The Deluded Minds Summary

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After reading Cordelia Fine’s book, “A Mind of Its Own: How Your Brain Distorts and Deceives,” surprisingly Fine’s concepts relate to our course themes: elements of logic, critical thinking, and argumentation as the fundamental components of assessing and estimating threats and opportunities in the national security environment. Fine argues, "Your brain is vainglorious. It 's emotional and immoral. It deludes you. It is pigheaded, secretive, and weak-willed. Oh, and it 's also a bigot.” Drawing on a wide range of studies in cognitive psychology, her book explores traits of the brain broken down into eight comprehensible chapters; "The Vain Brain," "The Emotional Brain," "The Immoral Brain," "The Deluded Brain," "The Pigheaded
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Although, Pherson believes if you focus on the problem and analyze the data effectively you’ll eventually solve the problem. On the other hand, Fine argues that there are too many outside distractions that could throw your brain’s critical thinking process off and mentions, “Your brain has a tendency to see the correlations that it expects to see, but which aren’t actually there.” One would have to gain a new perspective on what Fine insists that our brains interpret on its own, analyzes questions on its own, distracts you from solving problems, and dictates how we interact daily with others. How can you critically analyze a problem effectively if your brain doesn’t allow you to…show more content…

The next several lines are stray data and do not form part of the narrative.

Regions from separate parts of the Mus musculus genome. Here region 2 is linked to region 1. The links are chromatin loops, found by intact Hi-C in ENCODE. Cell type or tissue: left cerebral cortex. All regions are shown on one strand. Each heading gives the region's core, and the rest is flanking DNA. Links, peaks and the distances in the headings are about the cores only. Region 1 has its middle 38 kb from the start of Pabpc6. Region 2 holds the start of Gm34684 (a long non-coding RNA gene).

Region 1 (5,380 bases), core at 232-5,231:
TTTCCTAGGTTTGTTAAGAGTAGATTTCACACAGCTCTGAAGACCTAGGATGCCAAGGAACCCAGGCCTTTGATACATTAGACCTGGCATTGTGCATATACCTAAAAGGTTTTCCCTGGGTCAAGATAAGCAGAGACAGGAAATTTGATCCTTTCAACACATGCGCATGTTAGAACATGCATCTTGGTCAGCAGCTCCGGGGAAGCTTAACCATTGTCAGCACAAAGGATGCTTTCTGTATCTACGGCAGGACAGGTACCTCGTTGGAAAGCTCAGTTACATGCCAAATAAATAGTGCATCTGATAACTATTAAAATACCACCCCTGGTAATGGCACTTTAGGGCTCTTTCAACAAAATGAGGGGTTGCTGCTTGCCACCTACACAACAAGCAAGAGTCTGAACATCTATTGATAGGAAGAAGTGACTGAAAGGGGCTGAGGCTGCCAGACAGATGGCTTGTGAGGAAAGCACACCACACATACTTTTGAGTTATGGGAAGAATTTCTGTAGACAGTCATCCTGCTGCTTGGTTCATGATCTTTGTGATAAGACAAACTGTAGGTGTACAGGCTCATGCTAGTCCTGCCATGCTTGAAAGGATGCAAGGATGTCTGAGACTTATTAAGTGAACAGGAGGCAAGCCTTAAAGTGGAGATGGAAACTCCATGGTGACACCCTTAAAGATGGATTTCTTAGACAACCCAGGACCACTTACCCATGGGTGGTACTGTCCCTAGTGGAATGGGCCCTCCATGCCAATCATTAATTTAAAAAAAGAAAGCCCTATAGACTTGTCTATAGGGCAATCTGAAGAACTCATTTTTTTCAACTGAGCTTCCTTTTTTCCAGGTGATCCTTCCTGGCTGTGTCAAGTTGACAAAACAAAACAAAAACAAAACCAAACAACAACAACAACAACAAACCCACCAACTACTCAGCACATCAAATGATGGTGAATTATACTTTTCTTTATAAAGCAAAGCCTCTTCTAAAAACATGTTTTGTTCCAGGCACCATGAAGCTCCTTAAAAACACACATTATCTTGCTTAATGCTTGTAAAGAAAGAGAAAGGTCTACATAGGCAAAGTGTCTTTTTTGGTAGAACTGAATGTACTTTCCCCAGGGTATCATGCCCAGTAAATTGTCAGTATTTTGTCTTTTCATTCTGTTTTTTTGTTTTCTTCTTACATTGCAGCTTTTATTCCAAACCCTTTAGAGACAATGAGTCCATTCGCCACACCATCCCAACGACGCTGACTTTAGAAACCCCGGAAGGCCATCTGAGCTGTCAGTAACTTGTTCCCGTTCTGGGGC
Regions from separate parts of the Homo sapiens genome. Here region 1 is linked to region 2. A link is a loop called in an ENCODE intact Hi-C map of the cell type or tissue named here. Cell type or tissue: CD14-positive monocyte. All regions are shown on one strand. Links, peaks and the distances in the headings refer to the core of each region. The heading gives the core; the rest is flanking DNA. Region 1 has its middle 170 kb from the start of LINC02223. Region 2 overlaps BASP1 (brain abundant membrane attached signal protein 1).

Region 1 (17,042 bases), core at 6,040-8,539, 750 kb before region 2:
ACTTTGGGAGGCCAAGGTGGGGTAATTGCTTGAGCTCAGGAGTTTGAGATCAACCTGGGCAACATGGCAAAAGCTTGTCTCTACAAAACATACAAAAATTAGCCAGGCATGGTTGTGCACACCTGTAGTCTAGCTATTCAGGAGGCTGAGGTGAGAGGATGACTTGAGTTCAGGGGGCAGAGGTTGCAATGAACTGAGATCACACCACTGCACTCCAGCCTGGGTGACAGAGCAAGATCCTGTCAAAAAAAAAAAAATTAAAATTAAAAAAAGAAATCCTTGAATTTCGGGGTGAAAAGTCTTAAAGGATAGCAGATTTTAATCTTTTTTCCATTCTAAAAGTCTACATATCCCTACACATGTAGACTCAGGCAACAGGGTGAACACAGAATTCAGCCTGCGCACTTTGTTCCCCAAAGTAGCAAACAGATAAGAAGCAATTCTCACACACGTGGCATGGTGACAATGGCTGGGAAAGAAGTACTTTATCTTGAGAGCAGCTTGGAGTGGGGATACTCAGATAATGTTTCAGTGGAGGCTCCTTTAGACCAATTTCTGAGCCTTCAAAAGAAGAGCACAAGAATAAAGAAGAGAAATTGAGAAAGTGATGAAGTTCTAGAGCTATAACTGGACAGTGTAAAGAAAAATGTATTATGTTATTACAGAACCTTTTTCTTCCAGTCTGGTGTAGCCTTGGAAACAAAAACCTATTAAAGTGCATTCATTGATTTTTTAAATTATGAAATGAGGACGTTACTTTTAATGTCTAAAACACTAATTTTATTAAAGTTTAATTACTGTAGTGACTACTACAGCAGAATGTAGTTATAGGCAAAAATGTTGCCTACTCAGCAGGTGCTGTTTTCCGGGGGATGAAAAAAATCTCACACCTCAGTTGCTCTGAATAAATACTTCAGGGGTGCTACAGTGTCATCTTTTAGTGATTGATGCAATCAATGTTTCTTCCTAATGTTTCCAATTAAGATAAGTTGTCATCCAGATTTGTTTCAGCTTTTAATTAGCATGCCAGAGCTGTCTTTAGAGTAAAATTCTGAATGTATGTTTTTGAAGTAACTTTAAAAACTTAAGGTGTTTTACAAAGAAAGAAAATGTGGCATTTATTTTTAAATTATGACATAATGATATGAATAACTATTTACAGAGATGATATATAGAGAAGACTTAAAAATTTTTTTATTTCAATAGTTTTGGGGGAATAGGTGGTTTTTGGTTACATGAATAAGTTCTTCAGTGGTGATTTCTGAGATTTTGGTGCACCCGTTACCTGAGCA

Groupthink and an individual’s ability to “think outside of the box” are two great tools we will discuss. In Session 2 we read, Susan Cain’s, “The Rise of the New Groupthink.” Cain mentioned, “…decades of research show that individuals almost always perform better than groups in both quality and quantity, and group performance gets worse as group size increases.”
In fact, Fine says, “The brain evades, twists, discounts, misinterprets, even makes up evidence all so that we can retain that satisfying sense of being in the right.” So, Cain believes that we should stop depending so much on Groupthink and allow individuals to make decisions independently.
In support of Cain’s belief, if Fine believes that the brain can easily support a pigheaded or egotistical individual then that one person could potentially damage a groupthink session especially if the end goal is as important as say, “ending world hunger.” Do you think it’s better to depend on one intelligence analyst’s prediction versus a Groupthink

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